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We’re in the midst of the second largest shopping event of the year: Back to School. It also happens to be the second most profitable event for retailers who look to bring in $83.3 billion nationwide. Families with kids gearing up for school will spend an average of $688.62 according to the National Retail Federation (NFR). This is significantly up compared to last year’s average of $603.63.
While you can get the greatest deals on supplies themselves by following my advice from a couple weeks ago, school supplies such as pens, paper, notebooks, crayons, glue, and the like will be about $100 or less of the overall bill. The average family will spend north of $400 on clothes alone!
Here are four of my favorite tips for getting more ‘back to school’ for the money!
You may not need as much as you think you do. Comparing your teacher-provided supplies list to what you can find in drawers, closets, and bins may yield a fairly small ‘needs’ list once you realize what you have. If you are bargain hunting for all the ‘loss leader’ deals at the office, drug, and grocery retailers, it still makes sense to buy more than you immediately need – but assembling your current supplies together is a smart plan for staying on top of your home office and school inventory.
This should go without saying, but the same goes for clothes! Look for everything that needs to get handed down, donated, or tossed. After everything has moved to it’s proper category, you’ll have a clearer picture of what you need – and may protect yourself from overspending on clothes you don’t actually need.
Let someone else pay for the depreciation of new kids’ clothes. Results can vary of course, but realize that you are saving 60%-90% on jeans, shoes, shirts, backpacks, jackets, and more just because an item has been worn a dozen times? At the rate of kids’ growth, it’s always been one of the biggest no-brainers in my family. I understand you can’t (or may not want) to go this route for everything – but please make sure you’ve done your due diligence before paying full retail for anything. This includes buying a size or two ahead when you find something that otherwise works.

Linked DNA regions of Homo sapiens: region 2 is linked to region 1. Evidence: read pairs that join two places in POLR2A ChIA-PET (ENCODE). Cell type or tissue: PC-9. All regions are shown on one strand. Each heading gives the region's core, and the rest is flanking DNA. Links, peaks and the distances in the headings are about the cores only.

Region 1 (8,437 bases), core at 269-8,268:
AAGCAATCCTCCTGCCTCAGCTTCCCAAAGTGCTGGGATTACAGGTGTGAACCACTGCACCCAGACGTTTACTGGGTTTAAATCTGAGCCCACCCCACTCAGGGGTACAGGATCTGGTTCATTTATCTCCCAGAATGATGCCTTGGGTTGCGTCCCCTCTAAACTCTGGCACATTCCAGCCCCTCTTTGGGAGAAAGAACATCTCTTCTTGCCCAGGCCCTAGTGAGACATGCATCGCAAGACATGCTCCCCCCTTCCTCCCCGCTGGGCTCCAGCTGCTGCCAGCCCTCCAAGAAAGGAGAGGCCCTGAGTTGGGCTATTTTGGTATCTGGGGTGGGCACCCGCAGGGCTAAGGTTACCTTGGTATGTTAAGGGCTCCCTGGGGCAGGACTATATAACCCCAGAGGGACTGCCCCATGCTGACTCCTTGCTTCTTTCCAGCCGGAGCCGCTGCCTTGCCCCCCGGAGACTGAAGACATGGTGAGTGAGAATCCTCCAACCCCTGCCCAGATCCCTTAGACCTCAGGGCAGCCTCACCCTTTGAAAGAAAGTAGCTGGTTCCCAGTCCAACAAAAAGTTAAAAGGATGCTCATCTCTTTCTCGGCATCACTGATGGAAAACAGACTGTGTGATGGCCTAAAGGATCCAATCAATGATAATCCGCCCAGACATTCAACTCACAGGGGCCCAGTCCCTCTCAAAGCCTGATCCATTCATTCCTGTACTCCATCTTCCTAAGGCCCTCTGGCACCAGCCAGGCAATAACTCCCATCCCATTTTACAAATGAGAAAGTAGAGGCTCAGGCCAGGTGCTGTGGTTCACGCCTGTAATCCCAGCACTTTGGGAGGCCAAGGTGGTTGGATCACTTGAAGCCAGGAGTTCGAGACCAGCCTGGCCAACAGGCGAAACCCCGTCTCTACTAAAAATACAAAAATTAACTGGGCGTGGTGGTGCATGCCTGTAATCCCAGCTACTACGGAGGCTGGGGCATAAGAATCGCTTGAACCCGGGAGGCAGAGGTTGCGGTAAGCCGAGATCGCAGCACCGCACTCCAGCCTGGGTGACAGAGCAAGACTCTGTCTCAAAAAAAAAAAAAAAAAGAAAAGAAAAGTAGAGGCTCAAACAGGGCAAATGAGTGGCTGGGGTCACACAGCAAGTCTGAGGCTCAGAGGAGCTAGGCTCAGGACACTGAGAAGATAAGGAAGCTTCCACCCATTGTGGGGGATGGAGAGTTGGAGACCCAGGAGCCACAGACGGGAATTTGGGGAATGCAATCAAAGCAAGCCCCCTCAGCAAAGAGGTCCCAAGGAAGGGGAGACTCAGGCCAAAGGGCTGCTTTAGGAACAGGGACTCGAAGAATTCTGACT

My wife and I love garage sales, Goodwill, Salvation Army, Craigslist, eBay, and consignment shops that specialize in kids’ clothes. Clothing exchanges can be a phenomenal opportunity – either with your own network of friends or through local organizations (usually churches). Do some research and you may be flabbergasted at what you can get for your kids for bargain basement prices – or through some effective trading! My biggest advice on used clothes shopping is always start early and talk to shop owners about their inventory. Many shoppers wait until the week or two before school and I can promise you that the selection can be very ‘picked over’ by then. The best months for buying back to school clothes? April and May – when used clothing retailers are trying to make way for Summer fashions.
Coordinated outfits are seldom a wise purchase for kids – as they will most certainly outgrow them before they can get really good use from them. Versatile clothing will create many more outfits and expand a wardrobe much better. Simply ask your fashion-forward tween if she wants five outfits or fifteen? Your purchases will make a big impact on what she’ll have to work with each morning.
Michele Forbis from Diamondale, MI posted on our Facebook wall that she buys her Fall kids’ wardrobe in September / October when clothes go on clearance. She points out that “it’s too hot for fall clothes when school starts anyway.” In addition to the advantage of cost savings and weather appropriate timing of buying kids’ clothes in September and October, the extra month of being in school will likely give kids a better idea of what clothes they want to wear.
Another advantage of waiting is being able to spread out a $400 bill over three months. This may be much easier to digest than getting whacked in the wallet if you haven’t saved ahead for the second largest shopping event of the year. It’s entirely possible, that while you are loading up on clothing bargains in a month or two, you might find some opportunities for the number one shopping event right around the corner… Christmas!
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Josh Elledge is chief executive "Angel" of SavingsAngel.com, a website that teaches consumers how to save money through a free money savings video eCourse and podcast. SavingsAngel also provides hundreds of 50% off or better deals each week to members by matching local grocery and drug store sales with its free database of over 5,000 accessible coupons. A husband and father of three, he now appears each week on television, in eight newspapers, and a number of radio stations across the country teaching families how to cut their grocery bill in half using the Internet. Elledge created the technology found on SavingsAngel.com through the need to save his own family’s money. Successfully able to cut his own grocery bill from $600 a month to less than $300 a month, his message has reached hundreds of thousands of families. SavingsAngel.com is now growing rapidly throughout the country. You can watch a short video at SavingsAngel.com that will explain more information about how to cut your own grocery bill in half with the help of SavingsAngel.com!